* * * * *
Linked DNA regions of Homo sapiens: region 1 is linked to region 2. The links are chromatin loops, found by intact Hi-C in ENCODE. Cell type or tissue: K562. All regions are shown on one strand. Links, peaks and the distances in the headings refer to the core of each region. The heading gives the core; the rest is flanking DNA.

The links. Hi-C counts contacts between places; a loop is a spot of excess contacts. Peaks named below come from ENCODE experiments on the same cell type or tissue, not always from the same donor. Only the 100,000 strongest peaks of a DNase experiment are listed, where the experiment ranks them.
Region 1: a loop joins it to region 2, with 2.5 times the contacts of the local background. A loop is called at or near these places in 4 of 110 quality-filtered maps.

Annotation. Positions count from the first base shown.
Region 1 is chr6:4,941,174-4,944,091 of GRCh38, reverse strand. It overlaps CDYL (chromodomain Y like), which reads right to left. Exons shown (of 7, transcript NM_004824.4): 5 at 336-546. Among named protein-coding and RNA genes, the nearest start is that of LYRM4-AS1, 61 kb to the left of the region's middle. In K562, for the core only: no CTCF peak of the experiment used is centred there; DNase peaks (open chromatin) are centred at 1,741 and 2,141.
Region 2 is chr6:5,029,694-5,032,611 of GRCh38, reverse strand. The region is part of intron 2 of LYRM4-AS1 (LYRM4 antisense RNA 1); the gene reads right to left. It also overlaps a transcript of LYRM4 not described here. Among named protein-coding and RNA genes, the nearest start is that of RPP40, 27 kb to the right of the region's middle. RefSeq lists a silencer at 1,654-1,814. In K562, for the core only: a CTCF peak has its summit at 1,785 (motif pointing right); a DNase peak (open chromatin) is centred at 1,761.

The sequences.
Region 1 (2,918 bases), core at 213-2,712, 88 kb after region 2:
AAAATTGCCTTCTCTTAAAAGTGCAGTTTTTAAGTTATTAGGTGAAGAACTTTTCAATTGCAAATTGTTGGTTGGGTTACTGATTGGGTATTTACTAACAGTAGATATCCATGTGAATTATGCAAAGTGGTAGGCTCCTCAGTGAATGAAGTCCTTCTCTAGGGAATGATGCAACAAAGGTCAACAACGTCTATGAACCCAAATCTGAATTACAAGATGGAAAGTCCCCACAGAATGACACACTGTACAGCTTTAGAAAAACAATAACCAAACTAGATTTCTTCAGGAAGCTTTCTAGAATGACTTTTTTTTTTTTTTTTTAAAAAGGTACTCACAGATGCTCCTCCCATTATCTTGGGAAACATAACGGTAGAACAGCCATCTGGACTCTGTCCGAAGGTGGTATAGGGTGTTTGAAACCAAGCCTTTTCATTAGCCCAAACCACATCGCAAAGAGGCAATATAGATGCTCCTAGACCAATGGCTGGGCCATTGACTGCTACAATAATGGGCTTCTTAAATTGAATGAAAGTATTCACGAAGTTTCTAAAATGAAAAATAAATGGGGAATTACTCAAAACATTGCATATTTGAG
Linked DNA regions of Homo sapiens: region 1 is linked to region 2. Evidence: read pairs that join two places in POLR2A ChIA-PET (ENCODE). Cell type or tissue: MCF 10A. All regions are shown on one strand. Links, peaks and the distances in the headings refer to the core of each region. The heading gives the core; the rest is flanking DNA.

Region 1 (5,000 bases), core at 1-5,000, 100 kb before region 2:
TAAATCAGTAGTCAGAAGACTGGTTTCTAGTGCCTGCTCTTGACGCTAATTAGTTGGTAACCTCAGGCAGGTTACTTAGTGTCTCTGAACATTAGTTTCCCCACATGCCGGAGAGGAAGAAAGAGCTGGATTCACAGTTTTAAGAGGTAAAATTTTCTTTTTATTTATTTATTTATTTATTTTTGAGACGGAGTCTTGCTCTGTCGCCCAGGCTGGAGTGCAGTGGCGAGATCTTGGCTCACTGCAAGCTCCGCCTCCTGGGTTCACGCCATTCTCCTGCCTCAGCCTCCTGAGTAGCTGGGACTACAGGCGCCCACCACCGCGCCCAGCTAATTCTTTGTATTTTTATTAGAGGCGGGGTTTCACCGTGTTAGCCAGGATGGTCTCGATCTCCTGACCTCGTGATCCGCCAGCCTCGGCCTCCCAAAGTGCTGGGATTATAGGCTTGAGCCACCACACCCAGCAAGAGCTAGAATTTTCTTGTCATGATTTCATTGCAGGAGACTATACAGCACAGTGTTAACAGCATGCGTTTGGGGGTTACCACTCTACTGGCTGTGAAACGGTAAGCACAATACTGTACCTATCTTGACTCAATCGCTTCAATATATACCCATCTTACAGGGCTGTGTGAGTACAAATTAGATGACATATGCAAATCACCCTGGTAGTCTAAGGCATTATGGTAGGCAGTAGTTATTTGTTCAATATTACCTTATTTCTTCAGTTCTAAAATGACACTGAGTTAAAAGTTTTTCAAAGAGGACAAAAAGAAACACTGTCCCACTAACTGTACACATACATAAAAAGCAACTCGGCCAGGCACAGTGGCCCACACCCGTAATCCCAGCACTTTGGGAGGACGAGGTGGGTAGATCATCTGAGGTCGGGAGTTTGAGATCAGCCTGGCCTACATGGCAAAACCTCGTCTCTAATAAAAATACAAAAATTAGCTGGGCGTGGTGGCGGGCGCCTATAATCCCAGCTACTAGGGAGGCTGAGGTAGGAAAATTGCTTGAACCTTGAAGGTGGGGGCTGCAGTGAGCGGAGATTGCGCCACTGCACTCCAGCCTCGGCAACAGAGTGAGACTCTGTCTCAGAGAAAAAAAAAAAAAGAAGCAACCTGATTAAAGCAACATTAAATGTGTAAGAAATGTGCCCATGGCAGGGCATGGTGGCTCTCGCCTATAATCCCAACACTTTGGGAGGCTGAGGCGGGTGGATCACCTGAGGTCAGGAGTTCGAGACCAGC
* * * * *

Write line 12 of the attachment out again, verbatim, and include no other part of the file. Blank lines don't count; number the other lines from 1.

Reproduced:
TAAATCAGTAGTCAGAAGACTGGTTTCTAGTGCCTGCTCTTGACGCTAATTAGTTGGTAACCTCAGGCAGGTTACTTAGTGTCTCTGAACATTAGTTTCCCCACATGCCGGAGAGGAAGAAAGAGCTGGATTCACAGTTTTAAGAGGTAAAATTTTCTTTTTATTTATTTATTTATTTATTTTTGAGACGGAGTCTTGCTCTGTCGCCCAGGCTGGAGTGCAGTGGCGAGATCTTGGCTCACTGCAAGCTCCGCCTCCTGGGTTCACGCCATTCTCCTGCCTCAGCCTCCTGAGTAGCTGGGACTACAGGCGCCCACCACCGCGCCCAGCTAATTCTTTGTATTTTTATTAGAGGCGGGGTTTCACCGTGTTAGCCAGGATGGTCTCGATCTCCTGACCTCGTGATCCGCCAGCCTCGGCCTCCCAAAGTGCTGGGATTATAGGCTTGAGCCACCACACCCAGCAAGAGCTAGAATTTTCTTGTCATGATTTCATTGCAGGAGACTATACAGCACAGTGTTAACAGCATGCGTTTGGGGGTTACCACTCTACTGGCTGTGAAACGGTAAGCACAATACTGTACCTATCTTGACTCAATCGCTTCAATATATACCCATCTTACAGGGCTGTGTGAGTACAAATTAGATGACATATGCAAATCACCCTGGTAGTCTAAGGCATTATGGTAGGCAGTAGTTATTTGTTCAATATTACCTTATTTCTTCAGTTCTAAAATGACACTGAGTTAAAAGTTTTTCAAAGAGGACAAAAAGAAACACTGTCCCACTAACTGTACACATACATAAAAAGCAACTCGGCCAGGCACAGTGGCCCACACCCGTAATCCCAGCACTTTGGGAGGACGAGGTGGGTAGATCATCTGAGGTCGGGAGTTTGAGATCAGCCTGGCCTACATGGCAAAACCTCGTCTCTAATAAAAATACAAAAATTAGCTGGGCGTGGTGGCGGGCGCCTATAATCCCAGCTACTAGGGAGGCTGAGGTAGGAAAATTGCTTGAACCTTGAAGGTGGGGGCTGCAGTGAGCGGAGATTGCGCCACTGCACTCCAGCCTCGGCAACAGAGTGAGACTCTGTCTCAGAGAAAAAAAAAAAAAGAAGCAACCTGATTAAAGCAACATTAAATGTGTAAGAAATGTGCCCATGGCAGGGCATGGTGGCTCTCGCCTATAATCCCAACACTTTGGGAGGCTGAGGCGGGTGGATCACCTGAGGTCAGGAGTTCGAGACCAGC